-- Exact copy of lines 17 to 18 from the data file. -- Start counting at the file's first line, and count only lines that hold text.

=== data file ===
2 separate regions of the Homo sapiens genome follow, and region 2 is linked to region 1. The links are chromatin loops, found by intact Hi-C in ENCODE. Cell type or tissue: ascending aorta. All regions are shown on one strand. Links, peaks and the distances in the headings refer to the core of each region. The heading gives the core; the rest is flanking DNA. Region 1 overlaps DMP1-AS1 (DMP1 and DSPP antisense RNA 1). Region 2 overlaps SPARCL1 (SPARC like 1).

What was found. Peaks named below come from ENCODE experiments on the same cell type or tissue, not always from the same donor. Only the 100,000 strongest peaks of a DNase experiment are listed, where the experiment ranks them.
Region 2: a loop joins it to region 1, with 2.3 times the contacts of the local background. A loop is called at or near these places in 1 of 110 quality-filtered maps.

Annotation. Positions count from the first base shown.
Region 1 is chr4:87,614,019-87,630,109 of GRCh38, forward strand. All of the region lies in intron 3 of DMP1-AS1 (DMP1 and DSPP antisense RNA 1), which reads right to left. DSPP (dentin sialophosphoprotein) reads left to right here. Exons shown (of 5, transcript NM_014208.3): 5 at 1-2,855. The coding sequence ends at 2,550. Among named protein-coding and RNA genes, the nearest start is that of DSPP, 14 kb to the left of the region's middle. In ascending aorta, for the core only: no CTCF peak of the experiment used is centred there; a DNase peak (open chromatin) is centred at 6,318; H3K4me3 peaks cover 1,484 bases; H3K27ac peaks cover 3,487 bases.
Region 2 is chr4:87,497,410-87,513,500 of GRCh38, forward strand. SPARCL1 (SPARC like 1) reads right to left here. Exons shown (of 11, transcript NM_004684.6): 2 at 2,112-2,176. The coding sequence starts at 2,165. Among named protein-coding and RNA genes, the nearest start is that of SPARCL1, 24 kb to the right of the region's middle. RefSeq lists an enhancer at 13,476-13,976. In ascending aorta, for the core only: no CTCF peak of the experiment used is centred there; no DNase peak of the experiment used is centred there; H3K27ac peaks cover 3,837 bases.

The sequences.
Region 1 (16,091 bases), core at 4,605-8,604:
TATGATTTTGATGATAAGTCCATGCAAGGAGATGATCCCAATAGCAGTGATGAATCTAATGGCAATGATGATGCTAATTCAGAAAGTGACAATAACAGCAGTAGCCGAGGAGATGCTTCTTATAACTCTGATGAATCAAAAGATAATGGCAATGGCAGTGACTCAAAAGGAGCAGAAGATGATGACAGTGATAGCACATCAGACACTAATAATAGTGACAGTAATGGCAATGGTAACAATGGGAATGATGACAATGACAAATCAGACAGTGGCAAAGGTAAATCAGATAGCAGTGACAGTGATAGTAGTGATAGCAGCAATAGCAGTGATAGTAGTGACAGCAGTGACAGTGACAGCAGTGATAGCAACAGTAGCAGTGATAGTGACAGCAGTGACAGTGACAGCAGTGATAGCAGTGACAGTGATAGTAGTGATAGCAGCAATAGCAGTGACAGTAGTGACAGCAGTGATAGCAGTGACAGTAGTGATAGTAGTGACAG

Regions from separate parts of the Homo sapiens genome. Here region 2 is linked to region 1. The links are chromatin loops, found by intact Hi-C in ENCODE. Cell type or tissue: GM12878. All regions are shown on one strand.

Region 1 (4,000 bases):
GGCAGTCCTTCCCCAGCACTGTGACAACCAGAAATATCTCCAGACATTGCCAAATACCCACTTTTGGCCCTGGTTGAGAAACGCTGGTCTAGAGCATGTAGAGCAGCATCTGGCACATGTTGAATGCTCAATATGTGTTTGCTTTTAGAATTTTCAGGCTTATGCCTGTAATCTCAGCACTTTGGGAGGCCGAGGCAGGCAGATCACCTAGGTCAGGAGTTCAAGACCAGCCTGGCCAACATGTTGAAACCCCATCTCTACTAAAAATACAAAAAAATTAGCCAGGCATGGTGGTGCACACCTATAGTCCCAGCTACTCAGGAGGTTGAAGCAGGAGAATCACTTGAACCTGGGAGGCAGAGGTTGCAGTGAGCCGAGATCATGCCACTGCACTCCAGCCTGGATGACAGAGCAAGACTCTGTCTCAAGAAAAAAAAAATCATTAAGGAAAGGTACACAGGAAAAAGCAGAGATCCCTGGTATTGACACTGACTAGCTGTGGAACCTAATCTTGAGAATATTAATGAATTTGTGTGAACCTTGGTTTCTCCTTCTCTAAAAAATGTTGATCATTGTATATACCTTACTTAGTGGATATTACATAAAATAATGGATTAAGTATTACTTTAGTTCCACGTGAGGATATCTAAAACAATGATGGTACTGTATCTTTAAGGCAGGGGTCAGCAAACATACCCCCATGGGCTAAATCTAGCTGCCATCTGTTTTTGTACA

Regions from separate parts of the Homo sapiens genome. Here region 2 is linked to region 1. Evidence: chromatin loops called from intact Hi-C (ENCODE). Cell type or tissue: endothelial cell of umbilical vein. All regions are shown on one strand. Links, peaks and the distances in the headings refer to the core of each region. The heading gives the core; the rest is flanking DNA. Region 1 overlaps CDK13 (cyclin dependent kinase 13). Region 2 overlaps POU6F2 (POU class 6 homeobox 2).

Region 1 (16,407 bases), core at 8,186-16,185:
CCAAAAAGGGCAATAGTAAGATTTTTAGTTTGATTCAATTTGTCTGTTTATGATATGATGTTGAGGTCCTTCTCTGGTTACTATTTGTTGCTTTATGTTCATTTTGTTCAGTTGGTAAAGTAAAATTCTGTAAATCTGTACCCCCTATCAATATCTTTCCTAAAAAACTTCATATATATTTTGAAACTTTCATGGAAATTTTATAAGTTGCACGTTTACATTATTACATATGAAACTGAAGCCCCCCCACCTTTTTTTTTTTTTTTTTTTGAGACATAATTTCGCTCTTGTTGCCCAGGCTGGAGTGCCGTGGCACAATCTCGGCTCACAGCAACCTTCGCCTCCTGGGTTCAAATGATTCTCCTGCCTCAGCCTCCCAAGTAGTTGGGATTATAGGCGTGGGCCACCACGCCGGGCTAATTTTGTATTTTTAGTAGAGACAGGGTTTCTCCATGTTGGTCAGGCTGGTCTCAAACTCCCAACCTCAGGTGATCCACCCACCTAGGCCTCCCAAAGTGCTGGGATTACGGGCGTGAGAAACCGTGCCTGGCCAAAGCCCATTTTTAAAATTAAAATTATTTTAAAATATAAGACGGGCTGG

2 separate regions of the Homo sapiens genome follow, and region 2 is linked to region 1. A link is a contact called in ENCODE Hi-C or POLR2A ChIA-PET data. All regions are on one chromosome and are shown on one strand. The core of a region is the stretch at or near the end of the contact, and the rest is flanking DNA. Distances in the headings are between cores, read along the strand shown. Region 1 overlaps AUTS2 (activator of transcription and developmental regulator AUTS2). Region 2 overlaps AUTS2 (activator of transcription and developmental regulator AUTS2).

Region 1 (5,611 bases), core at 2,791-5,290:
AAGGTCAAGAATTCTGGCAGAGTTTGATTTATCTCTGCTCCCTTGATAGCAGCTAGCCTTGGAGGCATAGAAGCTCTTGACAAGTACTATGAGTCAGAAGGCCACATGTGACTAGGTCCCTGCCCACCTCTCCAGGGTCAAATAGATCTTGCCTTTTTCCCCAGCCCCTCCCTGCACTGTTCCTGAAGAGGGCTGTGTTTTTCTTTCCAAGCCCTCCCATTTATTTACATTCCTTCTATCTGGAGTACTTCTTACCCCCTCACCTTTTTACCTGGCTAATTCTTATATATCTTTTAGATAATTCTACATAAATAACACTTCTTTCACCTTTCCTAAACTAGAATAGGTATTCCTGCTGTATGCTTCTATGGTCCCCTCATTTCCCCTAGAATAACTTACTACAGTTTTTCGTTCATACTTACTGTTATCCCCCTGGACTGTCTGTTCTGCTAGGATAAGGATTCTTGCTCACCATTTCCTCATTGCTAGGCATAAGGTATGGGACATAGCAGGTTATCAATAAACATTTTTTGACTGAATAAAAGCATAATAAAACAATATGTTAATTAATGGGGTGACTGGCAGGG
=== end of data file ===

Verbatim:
Region 1 (5,611 bases), core at 2,791-5,290:
AAGGTCAAGAATTCTGGCAGAGTTTGATTTATCTCTGCTCCCTTGATAGCAGCTAGCCTTGGAGGCATAGAAGCTCTTGACAAGTACTATGAGTCAGAAGGCCACATGTGACTAGGTCCCTGCCCACCTCTCCAGGGTCAAATAGATCTTGCCTTTTTCCCCAGCCCCTCCCTGCACTGTTCCTGAAGAGGGCTGTGTTTTTCTTTCCAAGCCCTCCCATTTATTTACATTCCTTCTATCTGGAGTACTTCTTACCCCCTCACCTTTTTACCTGGCTAATTCTTATATATCTTTTAGATAATTCTACATAAATAACACTTCTTTCACCTTTCCTAAACTAGAATAGGTATTCCTGCTGTATGCTTCTATGGTCCCCTCATTTCCCCTAGAATAACTTACTACAGTTTTTCGTTCATACTTACTGTTATCCCCCTGGACTGTCTGTTCTGCTAGGATAAGGATTCTTGCTCACCATTTCCTCATTGCTAGGCATAAGGTATGGGACATAGCAGGTTATCAATAAACATTTTTTGACTGAATAAAAGCATAATAAAACAATATGTTAATTAATGGGGTGACTGGCAGGG